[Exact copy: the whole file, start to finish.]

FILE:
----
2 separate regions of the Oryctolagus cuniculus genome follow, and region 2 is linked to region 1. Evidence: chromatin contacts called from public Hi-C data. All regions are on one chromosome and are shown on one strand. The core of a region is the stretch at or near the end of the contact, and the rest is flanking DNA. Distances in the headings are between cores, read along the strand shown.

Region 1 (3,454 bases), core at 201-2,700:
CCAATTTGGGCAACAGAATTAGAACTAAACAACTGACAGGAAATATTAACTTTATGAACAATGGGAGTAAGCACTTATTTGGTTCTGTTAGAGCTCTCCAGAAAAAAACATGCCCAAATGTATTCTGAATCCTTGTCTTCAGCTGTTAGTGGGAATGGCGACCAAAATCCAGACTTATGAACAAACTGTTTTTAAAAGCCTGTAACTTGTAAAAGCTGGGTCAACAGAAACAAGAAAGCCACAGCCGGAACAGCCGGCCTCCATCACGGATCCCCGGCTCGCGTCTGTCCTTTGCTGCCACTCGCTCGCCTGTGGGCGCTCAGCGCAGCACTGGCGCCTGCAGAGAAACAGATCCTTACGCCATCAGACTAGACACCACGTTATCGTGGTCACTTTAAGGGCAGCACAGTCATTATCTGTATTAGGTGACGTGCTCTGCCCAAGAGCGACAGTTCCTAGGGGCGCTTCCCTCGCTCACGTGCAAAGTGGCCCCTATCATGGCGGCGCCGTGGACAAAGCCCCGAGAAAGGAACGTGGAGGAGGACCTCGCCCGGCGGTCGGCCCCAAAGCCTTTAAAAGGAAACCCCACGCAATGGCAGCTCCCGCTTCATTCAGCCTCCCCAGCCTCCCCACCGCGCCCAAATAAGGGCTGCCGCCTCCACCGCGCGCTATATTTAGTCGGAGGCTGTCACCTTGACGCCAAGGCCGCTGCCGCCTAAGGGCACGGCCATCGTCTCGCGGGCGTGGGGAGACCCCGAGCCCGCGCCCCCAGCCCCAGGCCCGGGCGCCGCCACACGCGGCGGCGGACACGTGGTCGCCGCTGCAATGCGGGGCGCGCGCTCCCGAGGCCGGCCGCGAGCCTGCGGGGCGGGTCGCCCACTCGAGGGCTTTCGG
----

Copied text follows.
2 separate regions of the Oryctolagus cuniculus genome follow, and region 2 is linked to region 1. Evidence: chromatin contacts called from public Hi-C data. All regions are on one chromosome and are shown on one strand. The core of a region is the stretch at or near the end of the contact, and the rest is flanking DNA. Distances in the headings are between cores, read along the strand shown.

Region 1 (3,454 bases), core at 201-2,700:
CCAATTTGGGCAACAGAATTAGAACTAAACAACTGACAGGAAATATTAACTTTATGAACAATGGGAGTAAGCACTTATTTGGTTCTGTTAGAGCTCTCCAGAAAAAAACATGCCCAAATGTATTCTGAATCCTTGTCTTCAGCTGTTAGTGGGAATGGCGACCAAAATCCAGACTTATGAACAAACTGTTTTTAAAAGCCTGTAACTTGTAAAAGCTGGGTCAACAGAAACAAGAAAGCCACAGCCGGAACAGCCGGCCTCCATCACGGATCCCCGGCTCGCGTCTGTCCTTTGCTGCCACTCGCTCGCCTGTGGGCGCTCAGCGCAGCACTGGCGCCTGCAGAGAAACAGATCCTTACGCCATCAGACTAGACACCACGTTATCGTGGTCACTTTAAGGGCAGCACAGTCATTATCTGTATTAGGTGACGTGCTCTGCCCAAGAGCGACAGTTCCTAGGGGCGCTTCCCTCGCTCACGTGCAAAGTGGCCCCTATCATGGCGGCGCCGTGGACAAAGCCCCGAGAAAGGAACGTGGAGGAGGACCTCGCCCGGCGGTCGGCCCCAAAGCCTTTAAAAGGAAACCCCACGCAATGGCAGCTCCCGCTTCATTCAGCCTCCCCAGCCTCCCCACCGCGCCCAAATAAGGGCTGCCGCCTCCACCGCGCGCTATATTTAGTCGGAGGCTGTCACCTTGACGCCAAGGCCGCTGCCGCCTAAGGGCACGGCCATCGTCTCGCGGGCGTGGGGAGACCCCGAGCCCGCGCCCCCAGCCCCAGGCCCGGGCGCCGCCACACGCGGCGGCGGACACGTGGTCGCCGCTGCAATGCGGGGCGCGCGCTCCCGAGGCCGGCCGCGAGCCTGCGGGGCGGGTCGCCCACTCGAGGGCTTTCGG